Last season the Cougars ran a wind-assisted 38.44s in the men’s 4x100m relay at the NCAA Outdoor Track & Field National Championships. The Cougars would have been national champions had the Louisiana State University Tigers not ran just a bit faster: 38.42s.
Retaining most of their respective squads from last year, the Cougars and Tigers have consistently been two of the best relay teams in the country. Their first race against each other since the national championships came in on April 13 at the Mt. SAC Relays in Torrance, California. There they ran the top two times this season.
Again, only two hundredths of a second separated them: 38.57s to 38.59s.
Both teams are already running at a championship caliber with a month left before the NCAA Championships. The way the two teams are running, all signs point to a rematch in Oregon this June.
Picking the right team
The Cougars competed in Mt. SAC just after the team received a DNF in the final at the Clyde Littlefield Texas Relays. The team had qualified with the fourth-fastest time overall and was going up against teams from Texas, Texas A&M and LSU among others. Faltering in that final meant they missed out on a great chance to improve their time.
But at Mt. SAC, the Cougars made two key changes. Senior Cameron Burrell was moved from the anchor leg to the first leg, and junior Eli Hall-Thompson was put on the squad for the first time to run in the anchor leg.
The coaches saw that with slight adjustments, they would certainly be competing for a national title in June.
World class talent
Hall-Thompson did more than just replace the hole left by former Cougar LeShon Collins — he gave the squad a third Olympic-caliber athlete. Hall-Thompson had originally signed with the Cougars in 2013, but he transferred to Butler Community College due to poor grades.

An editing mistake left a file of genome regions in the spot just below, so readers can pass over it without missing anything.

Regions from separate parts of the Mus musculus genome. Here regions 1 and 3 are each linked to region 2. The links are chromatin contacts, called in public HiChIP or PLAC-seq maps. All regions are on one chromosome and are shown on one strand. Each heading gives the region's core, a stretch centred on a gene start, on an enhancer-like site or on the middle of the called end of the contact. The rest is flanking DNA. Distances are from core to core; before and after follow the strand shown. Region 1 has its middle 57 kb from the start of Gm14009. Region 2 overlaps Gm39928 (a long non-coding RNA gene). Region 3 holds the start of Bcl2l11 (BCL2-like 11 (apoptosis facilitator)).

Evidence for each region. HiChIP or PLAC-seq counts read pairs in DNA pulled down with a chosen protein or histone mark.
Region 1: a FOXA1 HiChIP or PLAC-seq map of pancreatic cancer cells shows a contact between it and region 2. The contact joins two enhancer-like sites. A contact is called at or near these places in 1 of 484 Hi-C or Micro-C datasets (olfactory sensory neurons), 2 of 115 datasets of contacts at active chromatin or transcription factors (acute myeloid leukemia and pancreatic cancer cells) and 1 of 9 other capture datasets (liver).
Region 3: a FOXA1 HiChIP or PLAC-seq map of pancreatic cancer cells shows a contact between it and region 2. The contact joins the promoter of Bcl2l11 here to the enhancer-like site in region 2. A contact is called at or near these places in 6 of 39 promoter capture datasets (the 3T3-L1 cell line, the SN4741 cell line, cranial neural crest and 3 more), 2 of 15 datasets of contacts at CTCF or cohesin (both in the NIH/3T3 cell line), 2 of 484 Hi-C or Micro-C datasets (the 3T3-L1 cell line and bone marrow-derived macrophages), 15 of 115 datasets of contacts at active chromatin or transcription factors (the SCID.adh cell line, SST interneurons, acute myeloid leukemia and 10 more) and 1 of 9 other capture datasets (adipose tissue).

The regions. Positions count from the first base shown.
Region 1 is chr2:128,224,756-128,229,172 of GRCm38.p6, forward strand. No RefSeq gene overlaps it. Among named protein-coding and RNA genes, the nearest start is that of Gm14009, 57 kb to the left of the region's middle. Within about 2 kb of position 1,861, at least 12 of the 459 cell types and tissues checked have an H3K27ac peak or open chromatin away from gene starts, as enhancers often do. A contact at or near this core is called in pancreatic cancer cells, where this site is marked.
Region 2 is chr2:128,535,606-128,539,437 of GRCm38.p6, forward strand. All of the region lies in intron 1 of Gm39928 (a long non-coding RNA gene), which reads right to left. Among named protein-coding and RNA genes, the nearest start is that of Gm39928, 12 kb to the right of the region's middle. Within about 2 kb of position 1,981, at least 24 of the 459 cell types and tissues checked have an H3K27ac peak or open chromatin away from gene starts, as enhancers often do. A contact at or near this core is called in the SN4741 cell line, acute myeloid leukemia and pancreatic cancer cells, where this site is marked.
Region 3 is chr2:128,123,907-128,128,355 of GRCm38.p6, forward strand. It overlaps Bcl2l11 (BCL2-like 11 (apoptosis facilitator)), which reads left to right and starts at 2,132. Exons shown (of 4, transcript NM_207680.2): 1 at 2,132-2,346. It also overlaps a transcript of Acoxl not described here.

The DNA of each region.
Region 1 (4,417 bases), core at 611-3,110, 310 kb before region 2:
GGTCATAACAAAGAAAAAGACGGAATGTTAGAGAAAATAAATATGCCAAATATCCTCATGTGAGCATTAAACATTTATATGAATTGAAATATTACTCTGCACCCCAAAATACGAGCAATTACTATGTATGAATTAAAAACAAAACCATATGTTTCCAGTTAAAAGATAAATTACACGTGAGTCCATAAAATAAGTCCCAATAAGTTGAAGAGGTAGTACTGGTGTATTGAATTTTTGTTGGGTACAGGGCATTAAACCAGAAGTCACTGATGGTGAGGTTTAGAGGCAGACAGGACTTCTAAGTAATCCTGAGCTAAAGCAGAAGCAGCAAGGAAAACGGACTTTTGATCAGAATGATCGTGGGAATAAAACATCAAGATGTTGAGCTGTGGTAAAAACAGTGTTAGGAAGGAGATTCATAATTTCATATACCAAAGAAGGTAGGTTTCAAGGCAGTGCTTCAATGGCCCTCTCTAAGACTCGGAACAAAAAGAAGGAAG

At Butler he won two national titles and earned a trip to the U.S. Olympic Trials last summer. And though he and Burrell missed out on a trip to Rio, their experiences at the trials helped the two athletes bring immediate success at the collegiate level.
Hall-Thompson won the 100m at the Penn Relays with a time of 10.00s. His time is currently No. 6 in the NCAA and No. 1 in the West Division.
Burke, meanwhile, has spent the last two summers representing his home nation of Barbados at the U-20 level. He recently earned a silver medal at the IAAF World Relays in the Bahamas, helping Barbados qualify for the World Championships in London this August.
His 100m time of 10.17s at the Penn Relays is currently No. 13 in the NCAA.
Martin has also come into his own individually. In the 200m, he and Hall-Thompson rank No. 18 in the NCAA West with a time of 20.75s.
Expectations were high for the team going into the 123rd Penn Relays. The men had not won a relay at Penn since 1989, when current head coach Leroy Burrell ran in the 4x100m. An end to the drought appeared inevitable: The Cougars qualified with the fastest preliminary time at 39.10s.
However, the Cougars again received a DNF on the day of the final. They were the only team to do so. And though the men did go on to win the 4x200m relay, they missed out on a chance to improve their time by a wide margin.
The Cougars appear to be fixed at No. 2 in the nation as they prepare for the Outdoor Conference Championships. Expect the 4x100m final to be their last chance to prep before the NCAA West Regional.